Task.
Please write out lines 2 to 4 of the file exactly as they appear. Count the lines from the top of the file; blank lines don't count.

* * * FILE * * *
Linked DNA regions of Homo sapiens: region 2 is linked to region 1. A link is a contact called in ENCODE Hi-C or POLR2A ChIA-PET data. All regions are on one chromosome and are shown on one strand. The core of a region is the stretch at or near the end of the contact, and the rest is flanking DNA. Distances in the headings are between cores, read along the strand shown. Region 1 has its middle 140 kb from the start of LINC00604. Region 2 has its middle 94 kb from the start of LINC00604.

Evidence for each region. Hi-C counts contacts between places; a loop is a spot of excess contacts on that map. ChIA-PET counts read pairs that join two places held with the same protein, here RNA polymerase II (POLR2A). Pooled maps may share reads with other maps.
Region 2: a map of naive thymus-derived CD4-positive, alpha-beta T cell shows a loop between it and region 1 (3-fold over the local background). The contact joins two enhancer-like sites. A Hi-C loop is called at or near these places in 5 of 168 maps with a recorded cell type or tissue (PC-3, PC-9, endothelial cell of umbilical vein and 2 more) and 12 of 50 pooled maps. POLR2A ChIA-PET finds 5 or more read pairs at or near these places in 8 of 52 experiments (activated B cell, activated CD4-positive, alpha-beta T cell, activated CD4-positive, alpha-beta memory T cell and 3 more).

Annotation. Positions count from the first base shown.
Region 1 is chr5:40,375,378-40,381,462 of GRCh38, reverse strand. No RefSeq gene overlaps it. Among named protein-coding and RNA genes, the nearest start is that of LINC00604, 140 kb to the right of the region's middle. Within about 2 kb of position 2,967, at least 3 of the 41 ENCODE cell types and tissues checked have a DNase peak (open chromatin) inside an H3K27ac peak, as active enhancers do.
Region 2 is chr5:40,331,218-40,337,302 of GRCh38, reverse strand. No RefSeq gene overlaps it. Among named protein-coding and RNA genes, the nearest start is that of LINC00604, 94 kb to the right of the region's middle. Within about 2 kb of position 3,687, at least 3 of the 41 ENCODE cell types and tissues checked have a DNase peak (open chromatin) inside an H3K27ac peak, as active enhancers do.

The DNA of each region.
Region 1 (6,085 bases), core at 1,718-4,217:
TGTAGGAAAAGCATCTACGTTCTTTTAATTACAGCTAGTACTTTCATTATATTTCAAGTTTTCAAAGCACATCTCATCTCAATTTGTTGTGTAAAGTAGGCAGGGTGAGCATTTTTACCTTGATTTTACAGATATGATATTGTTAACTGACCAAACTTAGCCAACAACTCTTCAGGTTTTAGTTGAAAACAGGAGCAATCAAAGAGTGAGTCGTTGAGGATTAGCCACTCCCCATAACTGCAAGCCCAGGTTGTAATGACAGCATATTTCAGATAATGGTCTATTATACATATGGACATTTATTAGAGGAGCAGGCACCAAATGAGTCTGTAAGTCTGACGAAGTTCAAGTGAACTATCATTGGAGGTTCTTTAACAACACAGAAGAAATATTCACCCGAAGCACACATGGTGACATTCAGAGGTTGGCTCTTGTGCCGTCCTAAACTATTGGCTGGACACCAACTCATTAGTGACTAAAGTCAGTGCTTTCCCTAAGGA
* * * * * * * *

Evidence for each region. Hi-C counts contacts between places; a loop is a spot of excess contacts on that map. ChIA-PET counts read pairs that join two places held with the same protein, here RNA polymerase II (POLR2A). Pooled maps may share reads with other maps.
Region 2: a map of naive thymus-derived CD4-positive, alpha-beta T cell shows a loop between it and region 1 (3-fold over the local background). The contact joins two enhancer-like sites. A Hi-C loop is called at or near these places in 5 of 168 maps with a recorded cell type or tissue (PC-3, PC-9, endothelial cell of umbilical vein and 2 more) and 12 of 50 pooled maps. POLR2A ChIA-PET finds 5 or more read pairs at or near these places in 8 of 52 experiments (activated B cell, activated CD4-positive, alpha-beta T cell, activated CD4-positive, alpha-beta memory T cell and 3 more).

Annotation. Positions count from the first base shown.